Georg Cantor

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Cantor, Georg

(gā`ôrkh kän`tôr), 1845–1918, German mathematician, b. St. Petersburg. He studied under Karl Weierstrass and taught (1869–1913) at the Univ. of Halle. He is known for his work on transfinite numbers and on the development of set theory, which is the basis of modern analysis, as well as for his definition of irrational numbers. His approach to the concept of the infinite revolutionized mathematics by challenging the processes of deductive reasoning and led to a critical investigation of the foundations of mathematics.
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The following article is from The Great Soviet Encyclopedia (1979). It might be outdated or ideologically biased.

Cantor, Georg


Born Mar. 3, 1845, in St. Petersburg; died Jan. 6, 1918, in Halle. German mathematician.

Cantor graduated from the University of Berlin in 1867. He developed the theory of infinite sets and the theory of transfinite numbers. In 1874 he proved the uncountability of the set of all real numbers, thus establishing the existence of inequivalent (that is, having different powers) infinite sets; he formulated (1878) the general concept of the power of a set. Between 1879 and 1884, Cantor systematically set forth the principles of his study of infinity. He introduced the concepts of limit point and derived set, constructed an example of a perfect set, developed one of the theories of irrational numbers, and formulated one of the axioms of continuity. In 1897 he retired from scientific work. Cantor’s ideas encountered intense opposition from his contemporaries, in particular from L. Kronecker, but they subsequently exerted great influence on the development of mathematics.


Gesammelte Abhandlungen mathematischen und philosophischen Inhalts Berlin, 1932.
In Russian translation:
“Uchenie o mnozhestvakh.” In the collection Novye idei v matematike, no. 6. St. Petersburg, 1914.
The Great Soviet Encyclopedia, 3rd Edition (1970-1979). © 2010 The Gale Group, Inc. All rights reserved.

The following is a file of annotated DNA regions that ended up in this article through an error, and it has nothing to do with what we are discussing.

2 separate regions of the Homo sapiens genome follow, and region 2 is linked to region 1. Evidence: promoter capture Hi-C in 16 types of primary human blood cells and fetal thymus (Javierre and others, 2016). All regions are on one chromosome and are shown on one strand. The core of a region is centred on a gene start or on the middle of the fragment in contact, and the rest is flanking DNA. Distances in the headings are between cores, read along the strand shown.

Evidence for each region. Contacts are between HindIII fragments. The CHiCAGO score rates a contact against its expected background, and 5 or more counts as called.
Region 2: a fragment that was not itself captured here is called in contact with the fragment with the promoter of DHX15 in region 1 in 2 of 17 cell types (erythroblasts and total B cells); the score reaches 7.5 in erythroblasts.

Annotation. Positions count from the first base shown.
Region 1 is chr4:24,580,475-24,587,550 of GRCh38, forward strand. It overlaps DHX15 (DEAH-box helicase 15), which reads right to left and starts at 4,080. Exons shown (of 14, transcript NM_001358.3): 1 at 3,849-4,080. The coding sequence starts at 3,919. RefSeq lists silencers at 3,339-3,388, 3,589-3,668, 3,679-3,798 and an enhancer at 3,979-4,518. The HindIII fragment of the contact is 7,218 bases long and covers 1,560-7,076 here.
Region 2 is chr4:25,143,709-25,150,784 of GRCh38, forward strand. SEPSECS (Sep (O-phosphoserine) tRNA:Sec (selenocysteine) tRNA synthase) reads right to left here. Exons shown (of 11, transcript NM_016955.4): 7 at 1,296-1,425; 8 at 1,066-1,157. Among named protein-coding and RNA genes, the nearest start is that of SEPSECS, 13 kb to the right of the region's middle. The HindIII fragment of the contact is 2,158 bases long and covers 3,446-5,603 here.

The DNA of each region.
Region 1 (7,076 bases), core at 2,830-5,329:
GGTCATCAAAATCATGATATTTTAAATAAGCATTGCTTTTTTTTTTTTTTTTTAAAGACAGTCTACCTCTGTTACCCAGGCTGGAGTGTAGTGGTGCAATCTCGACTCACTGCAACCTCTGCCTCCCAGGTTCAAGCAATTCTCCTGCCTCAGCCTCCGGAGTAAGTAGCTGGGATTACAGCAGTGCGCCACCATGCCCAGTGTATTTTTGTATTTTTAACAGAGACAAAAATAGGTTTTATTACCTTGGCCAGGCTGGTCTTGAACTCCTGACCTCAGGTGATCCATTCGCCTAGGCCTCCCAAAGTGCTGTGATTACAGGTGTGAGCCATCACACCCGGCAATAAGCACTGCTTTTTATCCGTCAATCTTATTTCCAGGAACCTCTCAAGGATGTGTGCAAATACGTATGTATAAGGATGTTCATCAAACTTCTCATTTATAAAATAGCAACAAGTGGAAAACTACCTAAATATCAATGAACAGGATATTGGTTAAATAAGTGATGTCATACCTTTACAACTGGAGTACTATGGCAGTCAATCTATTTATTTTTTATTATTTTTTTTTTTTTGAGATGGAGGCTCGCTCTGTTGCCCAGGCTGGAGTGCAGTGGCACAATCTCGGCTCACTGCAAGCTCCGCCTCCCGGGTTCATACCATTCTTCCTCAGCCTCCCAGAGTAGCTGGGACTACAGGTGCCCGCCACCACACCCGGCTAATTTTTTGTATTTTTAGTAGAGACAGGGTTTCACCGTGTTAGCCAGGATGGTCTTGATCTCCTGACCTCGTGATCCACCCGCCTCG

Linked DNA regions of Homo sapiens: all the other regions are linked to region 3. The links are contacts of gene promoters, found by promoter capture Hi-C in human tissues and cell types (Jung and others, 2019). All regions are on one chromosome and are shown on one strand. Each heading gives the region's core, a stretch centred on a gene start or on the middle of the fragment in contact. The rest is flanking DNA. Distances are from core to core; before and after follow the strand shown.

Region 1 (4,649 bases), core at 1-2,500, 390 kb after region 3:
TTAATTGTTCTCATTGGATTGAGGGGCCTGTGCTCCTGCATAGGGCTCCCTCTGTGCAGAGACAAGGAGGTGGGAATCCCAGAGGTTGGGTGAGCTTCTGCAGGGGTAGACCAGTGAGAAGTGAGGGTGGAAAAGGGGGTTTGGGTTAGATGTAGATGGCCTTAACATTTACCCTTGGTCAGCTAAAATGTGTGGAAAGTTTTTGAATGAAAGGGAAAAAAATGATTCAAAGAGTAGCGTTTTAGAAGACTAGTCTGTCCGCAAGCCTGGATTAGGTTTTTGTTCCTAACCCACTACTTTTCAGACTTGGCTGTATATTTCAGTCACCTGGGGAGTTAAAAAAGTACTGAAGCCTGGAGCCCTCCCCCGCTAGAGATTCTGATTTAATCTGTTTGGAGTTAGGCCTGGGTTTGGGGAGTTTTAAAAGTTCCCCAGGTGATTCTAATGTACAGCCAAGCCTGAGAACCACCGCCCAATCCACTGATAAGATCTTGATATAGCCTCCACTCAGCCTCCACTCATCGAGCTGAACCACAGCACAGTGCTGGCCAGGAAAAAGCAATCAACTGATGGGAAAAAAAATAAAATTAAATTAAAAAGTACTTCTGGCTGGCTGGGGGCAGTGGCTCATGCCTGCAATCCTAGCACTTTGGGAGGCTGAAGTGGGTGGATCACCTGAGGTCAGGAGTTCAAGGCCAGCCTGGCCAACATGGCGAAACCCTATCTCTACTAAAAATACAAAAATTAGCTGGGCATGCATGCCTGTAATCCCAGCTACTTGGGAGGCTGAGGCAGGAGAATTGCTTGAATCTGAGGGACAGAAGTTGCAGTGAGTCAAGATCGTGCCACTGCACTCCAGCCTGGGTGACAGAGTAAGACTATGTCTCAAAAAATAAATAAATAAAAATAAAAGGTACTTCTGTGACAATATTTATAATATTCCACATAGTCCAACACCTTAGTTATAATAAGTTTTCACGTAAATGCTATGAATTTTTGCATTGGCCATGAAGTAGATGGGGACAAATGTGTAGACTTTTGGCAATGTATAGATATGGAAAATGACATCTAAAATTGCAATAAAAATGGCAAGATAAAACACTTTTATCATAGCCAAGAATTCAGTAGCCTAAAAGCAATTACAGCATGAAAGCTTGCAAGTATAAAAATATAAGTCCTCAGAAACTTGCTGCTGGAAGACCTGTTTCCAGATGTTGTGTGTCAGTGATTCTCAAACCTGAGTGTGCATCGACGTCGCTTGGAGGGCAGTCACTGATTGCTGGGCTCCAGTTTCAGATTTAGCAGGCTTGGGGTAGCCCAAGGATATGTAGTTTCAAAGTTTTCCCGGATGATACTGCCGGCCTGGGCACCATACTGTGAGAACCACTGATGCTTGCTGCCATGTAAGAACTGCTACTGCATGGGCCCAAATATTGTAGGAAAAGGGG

References in periodicals archive ?
Matthew Moore's own article is a detailed look at Peirce's reading of Georg Cantor's mathematical works, invaluable for those researching Peirce's theory of continuity in particular.
(2) Georg Cantor, "Ober unendliche, lineare Punktmannichfaltigkeiten Nr.
Possible reasons for Cantor's switch from the generative concept of ordinal numbers--in spite of its philosophical advantage (for example, in connection with the paradoxes) of highlighting the open-endedness inherent in the progression of transfinite numbers--to the "purely mathematical" treatment of order types of well-orders may be gleaned from his letters to Mittag-Leffler of September 23, 1883 and to Labwitz of February 15, 1884, see Georg Cantor Briefe, ed.
(10) Georg Cantor, "Principien einer Theorie der Ordnungstypen.
(12) For the purpose of illustration see the hypothesis about the cardinalities of the set of corporeal monads and the set of ether monads put forward in the closing remarks of Georg Cantor, "Uber verschiedene Theoreme aus der Theorie der Punktmengen in einem n-fach ausgedehnten, stetigen Raume [G.sub.n].
The first appearance of [epsilon]-numbers is in Georg Cantor, "Beitrage zur Begrundung der transfiniten Mengenlehre," Mathematische Annalen 49 (1897): [section]20; Ges.
We mean here the problem in its original formulation in Georg Cantor,
(64) Georg Cantor "Uber unendliche, lineare Punktmannichfaltigkeiten Nr.
(70) Georg Cantor "Ober unendliche, lineare Punktmannichfaltigkeiten Nr.